The author is president & co-headWholesale Capital Markets, Edelweiss Financial Services Ltd
Ride the changing tides
Renewed investor confidence has led equity markets to gain a steady momentum in the last couple of months. The Sensex has reached a high of over 19,600 in 2012, which is just about 8% short of its record high. Despite weak macroeconomic indicators, the Sensex has clocked about 23% gains year-to-date. So going ahead, with sentiments progressively improving in the economy and amongst foreign investors, I believe the markets are likely to touch an all-time high in the next six-nine months.
The outlook for global as well as domestic growth in 2013 is gradually improving. Global liquidity flows are expected to remain robust since central banks, particularly in advanced economies, are committed to liquidity infusion to revive growth in their economies. With greater liquidity in the financial system, global investors appetite for high-yielding risky assets has improved and in this context Indian equities are better placed to benefit than its emerging market peers.
Already the Indian equity markets have outperformed, with more than 13% gains since September 2012 compared to 9% gains witnessed in the broader emerging markets. FIIs have also pumped in more than $20 billion in the equity markets in 2012 and with further reform measures on the anvil robust capital inflows in the economy are expected to continue well into 2013.
The renewed push to reform measures by the government has boosted market sentiments. The reform momentum is likely to continue in the coming months right up to the budget session, with a wide slate of legislation like land acquisition, GST, DTC, etc. coming up for consideration or implementation. With credible progress on fiscal consolidation and peaking out of inflation, the RBI is likely to get some elbow room to ease rates and that should augur favourably for stocks in cyclical sectors. What is more pertinent at this juncture though is not only the reduction in policy rates but also giving a heads-up to the investment cycle and alleviating supply constraints, and here the role of the Cabinet Committee on Investment would be important. Also, the government needs to provide stimulus measures for the export sectors as decline in exports is another reason why the overall GDP growth rate has come down.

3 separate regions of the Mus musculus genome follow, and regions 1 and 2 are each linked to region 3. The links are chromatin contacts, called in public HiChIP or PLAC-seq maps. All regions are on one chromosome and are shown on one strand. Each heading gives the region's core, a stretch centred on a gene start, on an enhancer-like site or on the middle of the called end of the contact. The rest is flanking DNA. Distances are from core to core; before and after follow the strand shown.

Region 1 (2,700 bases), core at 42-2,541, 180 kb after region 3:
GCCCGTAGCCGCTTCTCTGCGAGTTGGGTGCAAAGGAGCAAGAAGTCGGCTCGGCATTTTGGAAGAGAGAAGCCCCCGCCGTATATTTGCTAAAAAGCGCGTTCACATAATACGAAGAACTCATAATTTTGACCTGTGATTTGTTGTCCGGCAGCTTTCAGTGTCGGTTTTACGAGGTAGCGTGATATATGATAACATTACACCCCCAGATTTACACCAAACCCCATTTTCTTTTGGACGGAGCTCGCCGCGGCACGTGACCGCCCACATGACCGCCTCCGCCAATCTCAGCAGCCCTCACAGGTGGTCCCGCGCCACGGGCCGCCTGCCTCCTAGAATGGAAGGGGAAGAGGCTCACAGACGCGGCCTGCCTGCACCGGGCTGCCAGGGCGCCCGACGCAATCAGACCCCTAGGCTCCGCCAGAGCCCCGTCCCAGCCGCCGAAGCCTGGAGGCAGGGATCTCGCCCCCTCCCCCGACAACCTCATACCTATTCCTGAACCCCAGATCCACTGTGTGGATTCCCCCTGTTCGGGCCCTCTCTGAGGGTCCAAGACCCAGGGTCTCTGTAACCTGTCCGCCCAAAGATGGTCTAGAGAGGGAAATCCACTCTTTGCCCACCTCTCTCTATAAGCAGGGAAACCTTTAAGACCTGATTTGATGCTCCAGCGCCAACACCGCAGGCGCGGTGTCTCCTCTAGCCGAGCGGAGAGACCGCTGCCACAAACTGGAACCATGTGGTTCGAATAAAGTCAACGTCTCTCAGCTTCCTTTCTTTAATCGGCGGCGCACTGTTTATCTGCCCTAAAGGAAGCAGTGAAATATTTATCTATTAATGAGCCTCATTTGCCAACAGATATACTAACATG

Broadly, there are opportunities in both defensives as well as interest sensitives. In the defensive space I have a preference for growth at a reasonable value, and in cyclicals I prefer those with a healthy margin of safety. Amongst defensives, the IT sector looks the best and pharma to some extent. Within IT, I prefer a top-down approach where the large caps are likely to do better. I believe the IT sector can record at least 8-10% dollar growth, and expecting about 4-5% currency depreciation, overall IT companies should be able to deliver at least 14-15% earnings growth, which is quite decent.
Although pharma stocks are expensive at 17-18 PE, they are expected to continue delivering 18-20% growth. FMCG stocks are a tad expensive, but a 25-27 PE valuation is justified for these stocks, so a 5-10% correction can make them a decent buy.
In cyclicals, Im overall bullish on interest sensitive sectors. In the banking space, private sector banks have been a favourite. Also, I expect interest rates on retail loans to be lower by about 100 basis points, so that is one positive catalyst on the near-term horizon, especially for four-wheeler automobile companies. Quality stocks in the cap good space remain a decent bet, though one may need a longer investment horizon for this space.
Overall, in terms of earnings downgrades the worst is over and things will get better going ahead. Valuations are close to their long-term average but given the current scenario, there are still a lot of quality stocks for investors with a reasonable time horizon.
Ultimately investors should remember that successful investing is not about identifying and following the trend but identifying when a change in the trend is about to happen. Markets have not done well for almost four-five years, because no one had expected that from a 9% GDP growth we would decelerate to just about 5-5.5% and the markets had to go through this painful process of recalibrating expectations downwards. But, going forward, with a 6-6.5% GDP growth and corresponding 14-15% earnings growth, our markets should give consistent returns in line with earnings growth. Indian markets look headed for a positive future outlook and I believe it is a great time to start investing for retail investors.
The author is chairman & managing director, Angel Broking